The Wolves Are Afraid

In my last post, “Life Outside the Fences” I introduced you to the concept of an organization made up of sheep, wolves and a new addition: sheep dogs.

Tonight I want to elaborate on that concept and dive into the minds of the wolves.

First, how do you define who is a wolf?  You can’t absent your perspective on the person.

To a low level employee, everyone may appear as wolves, committed to keeping them fenced in and brutalized every moment.

To a mid level manager, maybe those below are sheep and above are wolves.

I’ve found an interesting curiosity in organizations.  Those people who most seem like wolves often are just sad little sheep and you can see it if you can shift your perspective.

Imagine a local vice president lording over his factory or regional distribution center.  To all, or most, at his location he is the alpha wolf.  No one is his equal.  Yet, if he were visiting the corporate headquarters where everyone is a vice president of something, wouldn’t he look like just another sheep fitting himself inside the fences his bosses have built for him?

In the military they tell the same tale, but it is about the number of Admirals and Generals at the Pentagon.  In the field Admirals and Generals are rare and precious, the alpha wolves of their commands.  At the Pentagon they are coffee runners for those Admirals and Generals with more stars on their shoulders.  It’s a curious thing to see, if you ever get to see it, how the power system shifts depending on where you stand. It’s especially telling to look at an organization not from within the organization, but outside, observing it.

Back to the point for tonight: Getting into the minds of the wolves and winning.

If you are a sheep dog and you want to be your most successful, assume that everyone sees you as a wolf until you can convince them otherwise.  No matter the rank of the person you are talking to, from the entry level worker to the president of the company, if you are outside the fences, you are first and foremost a wolf.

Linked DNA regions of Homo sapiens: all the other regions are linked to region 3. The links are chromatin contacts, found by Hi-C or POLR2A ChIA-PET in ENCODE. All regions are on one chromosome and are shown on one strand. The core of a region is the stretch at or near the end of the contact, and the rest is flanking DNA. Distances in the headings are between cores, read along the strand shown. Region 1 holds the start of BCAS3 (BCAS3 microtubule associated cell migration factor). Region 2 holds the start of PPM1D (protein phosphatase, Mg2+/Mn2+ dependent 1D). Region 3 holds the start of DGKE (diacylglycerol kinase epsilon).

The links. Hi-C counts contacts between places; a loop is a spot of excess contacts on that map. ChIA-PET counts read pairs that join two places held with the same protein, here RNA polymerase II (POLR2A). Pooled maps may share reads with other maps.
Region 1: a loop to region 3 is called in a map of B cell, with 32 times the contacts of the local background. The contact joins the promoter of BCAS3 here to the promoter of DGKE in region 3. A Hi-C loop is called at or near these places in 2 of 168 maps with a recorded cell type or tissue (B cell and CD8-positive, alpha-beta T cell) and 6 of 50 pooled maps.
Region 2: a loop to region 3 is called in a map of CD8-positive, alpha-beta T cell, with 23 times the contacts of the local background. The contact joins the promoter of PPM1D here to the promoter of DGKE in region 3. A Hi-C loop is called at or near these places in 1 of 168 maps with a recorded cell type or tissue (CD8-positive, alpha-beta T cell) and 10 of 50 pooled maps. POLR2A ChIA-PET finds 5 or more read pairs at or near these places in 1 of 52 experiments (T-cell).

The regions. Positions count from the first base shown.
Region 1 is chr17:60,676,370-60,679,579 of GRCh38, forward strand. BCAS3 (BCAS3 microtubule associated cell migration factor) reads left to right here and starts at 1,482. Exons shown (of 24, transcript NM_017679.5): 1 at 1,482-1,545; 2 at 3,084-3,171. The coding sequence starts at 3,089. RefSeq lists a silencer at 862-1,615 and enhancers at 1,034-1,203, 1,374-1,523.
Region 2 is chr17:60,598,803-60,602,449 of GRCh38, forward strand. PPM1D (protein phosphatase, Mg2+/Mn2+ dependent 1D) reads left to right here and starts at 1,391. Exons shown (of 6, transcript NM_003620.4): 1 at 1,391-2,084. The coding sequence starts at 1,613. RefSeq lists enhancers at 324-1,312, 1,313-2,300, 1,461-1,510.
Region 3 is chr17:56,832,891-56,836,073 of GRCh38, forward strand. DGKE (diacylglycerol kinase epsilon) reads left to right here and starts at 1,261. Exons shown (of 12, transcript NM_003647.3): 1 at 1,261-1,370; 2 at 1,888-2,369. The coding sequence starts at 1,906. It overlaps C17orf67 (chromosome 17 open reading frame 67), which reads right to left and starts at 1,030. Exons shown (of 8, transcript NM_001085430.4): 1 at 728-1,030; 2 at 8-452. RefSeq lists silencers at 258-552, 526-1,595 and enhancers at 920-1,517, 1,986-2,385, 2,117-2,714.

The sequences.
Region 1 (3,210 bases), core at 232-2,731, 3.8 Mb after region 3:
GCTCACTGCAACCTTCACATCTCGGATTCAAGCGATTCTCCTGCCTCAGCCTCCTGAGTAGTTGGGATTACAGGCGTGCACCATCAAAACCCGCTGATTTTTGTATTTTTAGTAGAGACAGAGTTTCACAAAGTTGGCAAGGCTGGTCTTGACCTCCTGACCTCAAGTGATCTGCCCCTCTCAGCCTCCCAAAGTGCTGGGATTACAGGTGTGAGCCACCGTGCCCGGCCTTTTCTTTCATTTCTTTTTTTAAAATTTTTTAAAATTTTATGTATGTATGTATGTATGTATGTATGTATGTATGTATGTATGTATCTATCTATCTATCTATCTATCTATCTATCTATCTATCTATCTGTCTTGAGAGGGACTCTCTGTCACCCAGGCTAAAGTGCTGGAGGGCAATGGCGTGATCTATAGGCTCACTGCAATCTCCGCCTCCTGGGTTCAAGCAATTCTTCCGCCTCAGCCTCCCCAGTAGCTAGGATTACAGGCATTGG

Also assume that everyone in your organization is, if you could get the right perspective, a sheep in someone else’s eyes.

That means these wolves/sheep will be watching your behaviors with a curiosity towards your motives.  Do you want to become their boss and create fences for them?  Do you want to take their sheep away?  What are you after? How will you hurt them?

Because of these questions they will closely watch you, watching how you treat people, how you share your ideas, how you celebrate others, and so much more.

Your power, under their watchful eyes, is in using this grand opportunity to lead them by example, walking your talk and showing through your actions your commitment to driving change.

You may be the first one who’s ever shown these fearful wolf/sheep a kinder way to lead change.

Don’t be shocked if they get in your face, telling you that you are behaving like all the other wolves, driving people to change, even when you aren’t.

In this case I can truly say that it’s not you; it’s them.

In the face of their attacks, don’t be swayed to abandon your driving change behaviors.  Don’t be moved to resort to their tactics of threats, intimidation and coercion.  Stick to what you know works: driving change.

Teach those wolves (who are often sheep too) that you are there for them and their success too.

You’ll surprise yourself at how much you’ll get done.

Why not try?

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